Morrisons has become the latest of the big supermarkets to exploit its property portfolio with plans for non-food retail developments on parts of its sites.

The Bradford-based grocer is proposing to redevelop its sites in Camden, north London, Canvey Island in Essex and Newquay in Cornwall, to create space for non-food retailers to open stores alongside its supermarkets.

In Canvey Island the retailer has applied for detailed planning consent for a 47,000 sq ft (4,365 sq m) terrace of non-food units alongside the Morrisons store, which itself has just been the subject of an extension. Subject to planning, the units will be available in summer 2009.

In Camden, the grocer plans the development of a single 16,500 sq ft (1,535 sq m) unit, while in Newquay consent has been obtained for a total of 20,000 sq ft (1,860 sq m), which will be developed as either one or two separate units.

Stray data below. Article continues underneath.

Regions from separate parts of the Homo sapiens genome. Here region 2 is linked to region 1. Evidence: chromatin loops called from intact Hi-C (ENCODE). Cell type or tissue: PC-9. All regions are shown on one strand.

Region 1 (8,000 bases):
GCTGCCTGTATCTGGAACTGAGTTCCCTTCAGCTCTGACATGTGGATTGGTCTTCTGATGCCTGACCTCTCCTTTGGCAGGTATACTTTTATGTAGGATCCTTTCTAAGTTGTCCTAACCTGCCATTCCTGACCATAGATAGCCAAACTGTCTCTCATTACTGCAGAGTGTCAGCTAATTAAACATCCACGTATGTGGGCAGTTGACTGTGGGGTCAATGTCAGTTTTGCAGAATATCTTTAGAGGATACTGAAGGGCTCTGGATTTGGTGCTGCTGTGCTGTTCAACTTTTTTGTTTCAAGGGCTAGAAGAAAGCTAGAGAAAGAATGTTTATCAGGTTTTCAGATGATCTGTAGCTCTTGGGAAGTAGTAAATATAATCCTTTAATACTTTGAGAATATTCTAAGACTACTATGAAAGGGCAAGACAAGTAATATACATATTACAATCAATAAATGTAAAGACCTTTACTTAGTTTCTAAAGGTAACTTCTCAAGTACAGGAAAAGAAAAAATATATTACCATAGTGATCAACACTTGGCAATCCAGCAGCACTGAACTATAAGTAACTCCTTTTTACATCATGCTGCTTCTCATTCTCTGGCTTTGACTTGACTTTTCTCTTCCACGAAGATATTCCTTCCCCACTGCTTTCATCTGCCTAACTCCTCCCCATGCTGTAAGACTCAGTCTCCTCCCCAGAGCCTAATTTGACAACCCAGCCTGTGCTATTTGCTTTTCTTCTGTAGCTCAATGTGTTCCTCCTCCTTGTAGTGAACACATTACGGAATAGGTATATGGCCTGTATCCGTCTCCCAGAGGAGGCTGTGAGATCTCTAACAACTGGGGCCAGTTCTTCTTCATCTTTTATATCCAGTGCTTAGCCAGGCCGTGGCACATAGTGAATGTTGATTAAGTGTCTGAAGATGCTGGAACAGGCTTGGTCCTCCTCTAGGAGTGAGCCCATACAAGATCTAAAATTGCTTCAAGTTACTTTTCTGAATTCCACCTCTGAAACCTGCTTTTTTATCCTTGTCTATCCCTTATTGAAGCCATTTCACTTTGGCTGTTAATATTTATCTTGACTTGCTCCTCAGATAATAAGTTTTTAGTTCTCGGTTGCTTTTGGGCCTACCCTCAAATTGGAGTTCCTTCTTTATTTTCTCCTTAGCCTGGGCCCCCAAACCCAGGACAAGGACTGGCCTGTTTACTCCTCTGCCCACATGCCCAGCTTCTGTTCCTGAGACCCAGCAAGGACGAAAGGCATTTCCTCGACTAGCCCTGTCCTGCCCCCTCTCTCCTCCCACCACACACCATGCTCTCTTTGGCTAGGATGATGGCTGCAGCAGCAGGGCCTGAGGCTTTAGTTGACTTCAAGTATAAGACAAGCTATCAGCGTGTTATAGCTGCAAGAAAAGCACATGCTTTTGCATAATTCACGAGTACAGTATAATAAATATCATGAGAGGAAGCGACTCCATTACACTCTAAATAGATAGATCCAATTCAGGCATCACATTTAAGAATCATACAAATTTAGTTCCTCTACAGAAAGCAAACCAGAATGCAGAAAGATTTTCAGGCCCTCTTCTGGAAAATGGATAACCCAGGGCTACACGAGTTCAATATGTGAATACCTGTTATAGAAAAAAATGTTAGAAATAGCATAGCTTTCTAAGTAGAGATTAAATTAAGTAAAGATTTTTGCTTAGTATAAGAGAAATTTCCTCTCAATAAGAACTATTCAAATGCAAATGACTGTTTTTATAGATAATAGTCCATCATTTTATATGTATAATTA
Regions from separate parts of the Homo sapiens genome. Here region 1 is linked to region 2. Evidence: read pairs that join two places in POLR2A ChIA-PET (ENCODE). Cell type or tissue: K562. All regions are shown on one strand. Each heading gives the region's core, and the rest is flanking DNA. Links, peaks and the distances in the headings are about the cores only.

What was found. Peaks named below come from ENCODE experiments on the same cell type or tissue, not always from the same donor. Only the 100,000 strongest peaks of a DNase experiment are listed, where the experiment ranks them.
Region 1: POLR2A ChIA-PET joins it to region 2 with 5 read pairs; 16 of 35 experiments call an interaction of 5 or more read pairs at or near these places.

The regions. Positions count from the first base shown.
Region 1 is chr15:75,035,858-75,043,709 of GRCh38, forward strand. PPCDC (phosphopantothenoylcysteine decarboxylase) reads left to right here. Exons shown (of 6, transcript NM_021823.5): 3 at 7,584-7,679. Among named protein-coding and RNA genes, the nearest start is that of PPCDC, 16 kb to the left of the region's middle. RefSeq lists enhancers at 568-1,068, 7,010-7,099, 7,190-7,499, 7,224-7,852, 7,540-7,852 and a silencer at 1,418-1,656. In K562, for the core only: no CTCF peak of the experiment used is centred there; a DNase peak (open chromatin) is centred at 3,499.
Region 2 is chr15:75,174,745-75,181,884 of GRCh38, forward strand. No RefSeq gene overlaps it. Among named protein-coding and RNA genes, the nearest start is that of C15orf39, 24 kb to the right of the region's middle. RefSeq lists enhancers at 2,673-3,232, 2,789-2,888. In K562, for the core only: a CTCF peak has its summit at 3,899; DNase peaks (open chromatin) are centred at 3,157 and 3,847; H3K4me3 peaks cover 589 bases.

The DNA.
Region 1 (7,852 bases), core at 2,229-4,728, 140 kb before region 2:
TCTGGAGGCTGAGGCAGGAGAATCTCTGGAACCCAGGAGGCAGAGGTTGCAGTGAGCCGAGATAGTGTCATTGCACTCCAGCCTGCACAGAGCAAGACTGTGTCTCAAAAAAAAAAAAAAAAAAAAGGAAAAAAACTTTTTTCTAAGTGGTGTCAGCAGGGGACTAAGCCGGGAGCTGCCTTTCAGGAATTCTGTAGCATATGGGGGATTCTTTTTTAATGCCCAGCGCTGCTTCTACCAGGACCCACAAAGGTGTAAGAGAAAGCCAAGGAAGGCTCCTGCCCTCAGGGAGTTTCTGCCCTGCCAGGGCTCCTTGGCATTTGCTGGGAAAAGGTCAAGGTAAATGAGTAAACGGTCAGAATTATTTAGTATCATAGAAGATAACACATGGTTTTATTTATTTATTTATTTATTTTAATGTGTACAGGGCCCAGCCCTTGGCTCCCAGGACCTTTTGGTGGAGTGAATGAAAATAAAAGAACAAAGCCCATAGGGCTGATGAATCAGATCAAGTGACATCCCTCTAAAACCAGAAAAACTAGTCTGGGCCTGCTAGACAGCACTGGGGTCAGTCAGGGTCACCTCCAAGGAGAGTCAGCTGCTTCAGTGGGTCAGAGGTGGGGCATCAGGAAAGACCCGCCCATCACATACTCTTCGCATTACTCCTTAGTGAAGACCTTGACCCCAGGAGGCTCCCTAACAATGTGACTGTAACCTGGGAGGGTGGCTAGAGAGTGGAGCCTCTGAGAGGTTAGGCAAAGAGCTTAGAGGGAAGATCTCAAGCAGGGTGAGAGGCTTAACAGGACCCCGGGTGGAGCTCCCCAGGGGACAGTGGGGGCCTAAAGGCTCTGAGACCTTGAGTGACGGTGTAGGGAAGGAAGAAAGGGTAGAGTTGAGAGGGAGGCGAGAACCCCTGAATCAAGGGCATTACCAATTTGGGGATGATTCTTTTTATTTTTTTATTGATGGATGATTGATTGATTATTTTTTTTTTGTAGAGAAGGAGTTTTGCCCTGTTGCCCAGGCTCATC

The developments are part of an ongoing programme by Morrisons to realise the value of surplus land surrounding its stores by developing non-food retail space on it. Other planning applications are likely to follow as the retailer’s portfolio is scrutinised for further opportunities.

Russell Smith, partner at Morrisons’ adviser Rapleys, said the improvement in the grocer’s fortunes meant he was hopeful non-food retailers would be keen to take the space because of the increasing number of shoppers visiting its supermarkets.

“We believe the units will be in high demand from complementary retailers seeking to benefit from high footfall generated by Morrisons’ growing success as a food specialist,” said Smith.

Like the other big food retailers, Morrisons owns the bulk of its supermarket estate and views keeping control of it as vital to retaining operational execution.

However, grocers are keen to extract value from their portfolios, through development of space, like Morrisons, or by setting up joint ventures with property investors to sell off stakes in properties, which Tesco has done.